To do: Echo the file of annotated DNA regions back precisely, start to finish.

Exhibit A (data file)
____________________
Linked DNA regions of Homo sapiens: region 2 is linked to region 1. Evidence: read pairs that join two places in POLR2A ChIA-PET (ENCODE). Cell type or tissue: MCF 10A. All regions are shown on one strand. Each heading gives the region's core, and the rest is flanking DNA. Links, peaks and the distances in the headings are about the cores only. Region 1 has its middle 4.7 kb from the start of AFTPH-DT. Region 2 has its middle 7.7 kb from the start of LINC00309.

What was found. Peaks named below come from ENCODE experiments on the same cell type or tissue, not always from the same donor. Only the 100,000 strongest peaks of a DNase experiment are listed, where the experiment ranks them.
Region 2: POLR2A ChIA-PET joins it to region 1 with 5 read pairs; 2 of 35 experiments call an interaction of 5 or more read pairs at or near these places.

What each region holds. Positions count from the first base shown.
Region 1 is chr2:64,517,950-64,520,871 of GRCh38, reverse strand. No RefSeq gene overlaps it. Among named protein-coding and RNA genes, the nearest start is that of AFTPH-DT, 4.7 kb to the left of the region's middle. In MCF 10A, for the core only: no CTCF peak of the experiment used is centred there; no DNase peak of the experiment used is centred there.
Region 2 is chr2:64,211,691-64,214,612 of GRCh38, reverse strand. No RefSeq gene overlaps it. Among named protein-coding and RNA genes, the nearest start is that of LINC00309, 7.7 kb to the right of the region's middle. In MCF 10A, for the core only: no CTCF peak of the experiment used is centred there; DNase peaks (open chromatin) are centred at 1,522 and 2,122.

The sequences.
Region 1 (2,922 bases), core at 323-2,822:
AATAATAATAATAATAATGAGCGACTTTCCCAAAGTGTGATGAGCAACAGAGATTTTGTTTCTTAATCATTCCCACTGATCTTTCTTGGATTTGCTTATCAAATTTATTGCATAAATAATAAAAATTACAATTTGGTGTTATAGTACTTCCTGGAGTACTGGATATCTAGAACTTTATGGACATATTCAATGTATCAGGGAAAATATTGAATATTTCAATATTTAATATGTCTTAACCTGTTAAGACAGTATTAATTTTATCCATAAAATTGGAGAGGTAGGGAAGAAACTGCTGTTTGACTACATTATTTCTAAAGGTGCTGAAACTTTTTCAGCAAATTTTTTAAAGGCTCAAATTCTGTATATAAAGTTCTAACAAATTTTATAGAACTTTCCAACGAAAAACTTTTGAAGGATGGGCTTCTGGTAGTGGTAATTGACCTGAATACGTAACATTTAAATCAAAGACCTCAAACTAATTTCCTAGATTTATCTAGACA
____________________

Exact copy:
Linked DNA regions of Homo sapiens: region 2 is linked to region 1. Evidence: read pairs that join two places in POLR2A ChIA-PET (ENCODE). Cell type or tissue: MCF 10A. All regions are shown on one strand. Each heading gives the region's core, and the rest is flanking DNA. Links, peaks and the distances in the headings are about the cores only. Region 1 has its middle 4.7 kb from the start of AFTPH-DT. Region 2 has its middle 7.7 kb from the start of LINC00309.

What was found. Peaks named below come from ENCODE experiments on the same cell type or tissue, not always from the same donor. Only the 100,000 strongest peaks of a DNase experiment are listed, where the experiment ranks them.
Region 2: POLR2A ChIA-PET joins it to region 1 with 5 read pairs; 2 of 35 experiments call an interaction of 5 or more read pairs at or near these places.

What each region holds. Positions count from the first base shown.
Region 1 is chr2:64,517,950-64,520,871 of GRCh38, reverse strand. No RefSeq gene overlaps it. Among named protein-coding and RNA genes, the nearest start is that of AFTPH-DT, 4.7 kb to the left of the region's middle. In MCF 10A, for the core only: no CTCF peak of the experiment used is centred there; no DNase peak of the experiment used is centred there.
Region 2 is chr2:64,211,691-64,214,612 of GRCh38, reverse strand. No RefSeq gene overlaps it. Among named protein-coding and RNA genes, the nearest start is that of LINC00309, 7.7 kb to the right of the region's middle. In MCF 10A, for the core only: no CTCF peak of the experiment used is centred there; DNase peaks (open chromatin) are centred at 1,522 and 2,122.

The sequences.
Region 1 (2,922 bases), core at 323-2,822:
AATAATAATAATAATAATGAGCGACTTTCCCAAAGTGTGATGAGCAACAGAGATTTTGTTTCTTAATCATTCCCACTGATCTTTCTTGGATTTGCTTATCAAATTTATTGCATAAATAATAAAAATTACAATTTGGTGTTATAGTACTTCCTGGAGTACTGGATATCTAGAACTTTATGGACATATTCAATGTATCAGGGAAAATATTGAATATTTCAATATTTAATATGTCTTAACCTGTTAAGACAGTATTAATTTTATCCATAAAATTGGAGAGGTAGGGAAGAAACTGCTGTTTGACTACATTATTTCTAAAGGTGCTGAAACTTTTTCAGCAAATTTTTTAAAGGCTCAAATTCTGTATATAAAGTTCTAACAAATTTTATAGAACTTTCCAACGAAAAACTTTTGAAGGATGGGCTTCTGGTAGTGGTAATTGACCTGAATACGTAACATTTAAATCAAAGACCTCAAACTAATTTCCTAGATTTATCTAGACA